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Friday 25 November 2016

The economic challenges to Greece: What does the future hold?

David Madden (Senior Member, St Antony's College, Oxford)

Jens Bastian spoke on 23 November about The economic challenges to Greece: What does the future hold? Yaprak Gursoy was the discussant, and Kalypso Nicolaidis chaired.

He said that the Greek economic crisis had not gone away. It had been a programme country since 2010, with the third programme due to expire in 2018. This deeply affected the country and how it viewed itself. By contrast, Portugal, Ireland and Cyprus had each had one programme and then finished the process. Greek GDP had shrunk by 27%: this was unprecedented in peacetime. Unemployment was over 23%, with two thirds unemployed for over 12 months (benefits ceased after a year). Greece had become a high tax country, and tax arrears were rising. The elephant in the room was sovereign debt: Greece owed 323 billion euros, 85% of it to official credit institutions. Germany was owed 108 billion euros, and opposed debt relief, though the IMF favoured it. Migration added to Greece’s difficulties: with the closing of the Balkan route, over 63,000 refugees were trapped in Greece, which had changed from being a transit country to a hotspot. On the other hand, tourism was strong, Piraeus flourishing (the second largest European port after Rotterdam), there were potentially beneficial developments in the regional energy sector, and resilience in some business sectors e.g. start-ups.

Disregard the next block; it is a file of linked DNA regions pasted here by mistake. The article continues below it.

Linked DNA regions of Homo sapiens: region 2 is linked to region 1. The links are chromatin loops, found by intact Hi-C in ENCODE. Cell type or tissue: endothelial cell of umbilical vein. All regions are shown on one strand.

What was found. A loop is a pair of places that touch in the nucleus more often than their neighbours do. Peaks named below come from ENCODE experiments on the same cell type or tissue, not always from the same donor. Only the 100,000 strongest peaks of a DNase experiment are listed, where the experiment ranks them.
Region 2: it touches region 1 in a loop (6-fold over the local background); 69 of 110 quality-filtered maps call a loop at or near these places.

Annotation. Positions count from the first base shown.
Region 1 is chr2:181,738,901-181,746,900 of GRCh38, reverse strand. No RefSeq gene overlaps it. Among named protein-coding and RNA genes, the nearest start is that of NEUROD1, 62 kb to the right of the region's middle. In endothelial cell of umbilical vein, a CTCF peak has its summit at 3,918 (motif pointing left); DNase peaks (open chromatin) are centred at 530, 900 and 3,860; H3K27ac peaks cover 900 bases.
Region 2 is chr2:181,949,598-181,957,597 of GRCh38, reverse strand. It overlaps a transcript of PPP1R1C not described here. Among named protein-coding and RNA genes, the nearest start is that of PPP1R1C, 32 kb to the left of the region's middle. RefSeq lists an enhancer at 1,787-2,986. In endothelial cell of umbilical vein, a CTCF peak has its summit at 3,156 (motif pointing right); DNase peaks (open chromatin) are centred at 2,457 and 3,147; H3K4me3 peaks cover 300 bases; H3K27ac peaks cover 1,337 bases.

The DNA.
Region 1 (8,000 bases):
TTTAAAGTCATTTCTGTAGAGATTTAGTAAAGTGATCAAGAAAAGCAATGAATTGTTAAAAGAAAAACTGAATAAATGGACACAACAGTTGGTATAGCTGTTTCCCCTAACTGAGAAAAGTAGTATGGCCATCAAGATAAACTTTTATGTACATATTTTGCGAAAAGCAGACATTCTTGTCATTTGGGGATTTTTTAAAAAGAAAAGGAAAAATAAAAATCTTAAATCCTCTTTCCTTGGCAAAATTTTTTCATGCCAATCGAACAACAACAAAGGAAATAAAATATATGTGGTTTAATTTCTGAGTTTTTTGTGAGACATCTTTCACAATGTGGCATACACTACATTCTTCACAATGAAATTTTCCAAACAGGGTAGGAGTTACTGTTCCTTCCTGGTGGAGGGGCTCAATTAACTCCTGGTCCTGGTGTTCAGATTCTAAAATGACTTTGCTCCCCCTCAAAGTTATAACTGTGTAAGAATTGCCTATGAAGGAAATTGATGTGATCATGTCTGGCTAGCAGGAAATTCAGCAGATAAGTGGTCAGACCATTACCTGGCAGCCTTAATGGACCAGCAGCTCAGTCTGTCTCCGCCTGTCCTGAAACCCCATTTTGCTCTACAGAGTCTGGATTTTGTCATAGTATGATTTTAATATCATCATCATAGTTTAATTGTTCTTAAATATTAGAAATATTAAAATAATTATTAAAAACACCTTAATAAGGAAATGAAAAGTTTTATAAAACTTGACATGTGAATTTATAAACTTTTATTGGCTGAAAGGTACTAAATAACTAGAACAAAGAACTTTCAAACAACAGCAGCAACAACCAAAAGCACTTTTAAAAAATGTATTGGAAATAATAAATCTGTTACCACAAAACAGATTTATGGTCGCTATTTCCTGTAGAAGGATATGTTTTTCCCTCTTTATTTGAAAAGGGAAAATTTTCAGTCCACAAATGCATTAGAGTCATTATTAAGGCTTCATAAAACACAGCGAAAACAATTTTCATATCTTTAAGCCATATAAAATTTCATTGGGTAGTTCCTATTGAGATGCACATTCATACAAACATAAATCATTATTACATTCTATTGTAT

Yaprak wondered about a Keynesian solution of pumping money into the economy. On the political side she detected signs of the deconsolidation of democracy in Greece (unlike eg in Spain and Portugal), with Golden Dawn the most extreme, fascist and violent party in Europe. Recent public opinion surveys had even picked up some evidence of nostalgia for the Junta. The sharp reduction in the granting of TV licences was a new issue.

In reply to questions, Jens added the following points: 
  • Pumping money was not an option. If Greece were to have access to capital markets, she would have to pay interest rates of 7% or more.
  • Greece needed more fiscal space. A primary budgetary surplus was unachievable. The Quartet (Troika plus European Stability Mechanism) should avoid micro-managing the Greek economy,
  • Debt relief was technically very complex because of the difference between IMF and ECB procedures
  • On relief, there seemed to some difference of approach between Merkel and Schauble. Public debate was unhelpful.
  • There were two aspects of the brain drain: university graduates acting as baristas; and people going abroad for jobs and not returning
  • Golden Dawn did not appear to be gaining in strength at present.

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